I have just finished your book The Endless Forest. I must admit it was with considerable trepidation I began to read the epilogue and could quickly see the direction we were headed. I had suspected such an ending was coming but I am devastated all the same. Please, I beg you, tell me you will be starting a new series along the same tenor as the Bonner series! I have enjoyed this family so much and your storytelling I am hoping this is not the end of this genre o writing for you.
Yours truly, A grieving fan
I hate to think of you grieving, but on the other hand I am glad to know that the Wilderness series means so much to you. I can tell you that the novel I’m working on is about some of the Bonner grandchildren The first novel in what I hope is a trilogy is set in Manhattan in 1883. Its tentative title is The Gilded Hour.
If you are really interested in following along as a couple of Nathaniel’s and Elizabeth’s grandchildren make their way, please leave a comment. I welcome your thoughts and appreciate your support.
The Brooklyn Bridge was an engineering feat of huge proportions, one that came to fruition in May, 1883 with a grand opening celebration. Barnum (the original Barnum & Bailey edition) offered to walk his elephants across the bridge (never missed an opportunity to advertise, astute business man that he was). The city turned him down, but he convinced them in the end and walked the elephants across the next year. You’ll note in the photo that the entrance to the bridge is nothing like it is today, and that’s because you couldn’t drive onto it (because really, most transportation was horse-drawn at that point). You paid your money and took a seat on a cable car.
It has been a while since the sixth and last volume in the Wilderness series came out, but I still get email almost every day from readers who have very specific questions. At the top of the list is: you haven’t stopped writing, have you?!?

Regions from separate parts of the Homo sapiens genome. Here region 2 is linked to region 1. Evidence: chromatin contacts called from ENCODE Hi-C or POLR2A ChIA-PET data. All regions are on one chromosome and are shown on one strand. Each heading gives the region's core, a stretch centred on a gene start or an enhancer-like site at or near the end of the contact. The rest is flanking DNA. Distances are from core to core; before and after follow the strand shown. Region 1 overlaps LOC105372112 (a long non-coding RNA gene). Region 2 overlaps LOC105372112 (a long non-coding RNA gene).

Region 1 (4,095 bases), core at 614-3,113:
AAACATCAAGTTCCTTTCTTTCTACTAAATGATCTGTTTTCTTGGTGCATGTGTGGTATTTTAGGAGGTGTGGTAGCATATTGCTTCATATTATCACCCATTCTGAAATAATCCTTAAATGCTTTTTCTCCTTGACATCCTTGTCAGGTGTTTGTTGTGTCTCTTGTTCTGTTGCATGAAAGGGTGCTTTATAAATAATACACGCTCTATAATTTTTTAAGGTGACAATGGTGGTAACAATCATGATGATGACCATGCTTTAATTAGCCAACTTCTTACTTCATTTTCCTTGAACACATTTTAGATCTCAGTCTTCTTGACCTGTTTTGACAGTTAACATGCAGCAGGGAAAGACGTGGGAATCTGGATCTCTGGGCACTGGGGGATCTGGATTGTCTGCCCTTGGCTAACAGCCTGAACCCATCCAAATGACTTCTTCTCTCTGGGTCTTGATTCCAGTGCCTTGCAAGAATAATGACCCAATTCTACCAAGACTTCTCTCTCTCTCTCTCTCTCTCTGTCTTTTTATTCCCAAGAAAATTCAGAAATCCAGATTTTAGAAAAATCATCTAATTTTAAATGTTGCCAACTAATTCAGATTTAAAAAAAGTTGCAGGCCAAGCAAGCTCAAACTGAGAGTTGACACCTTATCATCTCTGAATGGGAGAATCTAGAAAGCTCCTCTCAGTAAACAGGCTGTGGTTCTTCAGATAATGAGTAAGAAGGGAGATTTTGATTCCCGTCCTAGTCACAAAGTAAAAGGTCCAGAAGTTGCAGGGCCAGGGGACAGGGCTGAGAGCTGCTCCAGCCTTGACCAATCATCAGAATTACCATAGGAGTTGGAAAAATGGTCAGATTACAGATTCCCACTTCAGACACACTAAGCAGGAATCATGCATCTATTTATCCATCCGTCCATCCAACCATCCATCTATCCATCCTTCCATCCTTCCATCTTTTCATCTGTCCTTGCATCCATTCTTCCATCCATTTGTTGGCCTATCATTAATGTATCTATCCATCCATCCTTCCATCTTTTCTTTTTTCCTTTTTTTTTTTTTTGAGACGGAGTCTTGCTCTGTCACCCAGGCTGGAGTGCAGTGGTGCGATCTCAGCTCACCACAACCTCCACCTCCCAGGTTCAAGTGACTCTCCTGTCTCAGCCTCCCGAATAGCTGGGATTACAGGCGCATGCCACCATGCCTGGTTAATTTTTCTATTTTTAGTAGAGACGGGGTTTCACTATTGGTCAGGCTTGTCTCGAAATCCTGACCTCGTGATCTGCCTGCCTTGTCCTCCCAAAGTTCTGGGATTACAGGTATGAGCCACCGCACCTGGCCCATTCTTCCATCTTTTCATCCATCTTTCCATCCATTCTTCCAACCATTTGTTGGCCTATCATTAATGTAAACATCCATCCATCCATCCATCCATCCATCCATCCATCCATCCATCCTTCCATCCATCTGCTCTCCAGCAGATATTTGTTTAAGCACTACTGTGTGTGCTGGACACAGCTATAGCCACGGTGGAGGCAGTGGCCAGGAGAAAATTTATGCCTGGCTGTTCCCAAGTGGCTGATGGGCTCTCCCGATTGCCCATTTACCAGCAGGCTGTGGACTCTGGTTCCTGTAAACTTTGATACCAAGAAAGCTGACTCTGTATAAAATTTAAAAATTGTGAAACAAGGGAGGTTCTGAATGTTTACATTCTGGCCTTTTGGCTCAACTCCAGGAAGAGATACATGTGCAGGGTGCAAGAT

So here I am to say that I am working on a novel, and making some progress. This is not a prequel to the Wilderness series, and while I understand there is great interest in such a thing, I have no plans to write one. I hope that people won’t be too disappointed by this, especially as I have an alternative to offer. Specifically, I’m working on a novel which has the tentative title of The Gilded Hour.
This novel is set in 1883, primary in Manhattan, and the main characters include two young women whose names will be familiar to readers of the Wilderness series: Anna and Sophie Savard, who are distant cousins. The family tree below provides better background on exactly who they are and how they are related.
I’ll be posting now and then about the novel as it progresses, but let me anticipate a question: it may take me as much as a year to finish it, and then the whole technical/business end of things gets started. So please don’t hold your breath.
I love timelines. I like being able to see events in relation to each other. I’d like it even better if there were three dimensions to a timeline, but I’m satisfied with two.
As I was organizing a lot of the material I’ve gathered (and you gathered) about 1883, it occured to me that there might be an easier way to put together a timeline, and I did a search which brought me to the wondrous XTimeline. I prompty spent an hour inputting about half of what I have, and now I’m all woozy headed in my enthusiasm. Here’s my 1883 Manhattan-centric timeline. Note that the timeline moves horizontally (the slider is at the bottom of the timeline and not at the right hand side, as usual). You can look at it in two different formats (buttons at upper right).
If you have any interest in adding bits and pieces, you just have to register (no cost) and let me know, and I’ll give you access. If you participated in the giveaway a few weeks ago (you can see that here), you know what I’m looking for. What would be especially great would be events relating to women’s history, birth control (advances, court cases, etc), social events, and public health. I need to start putting in what I have about epidemics and illness and medical training. Any suggestions very welcome.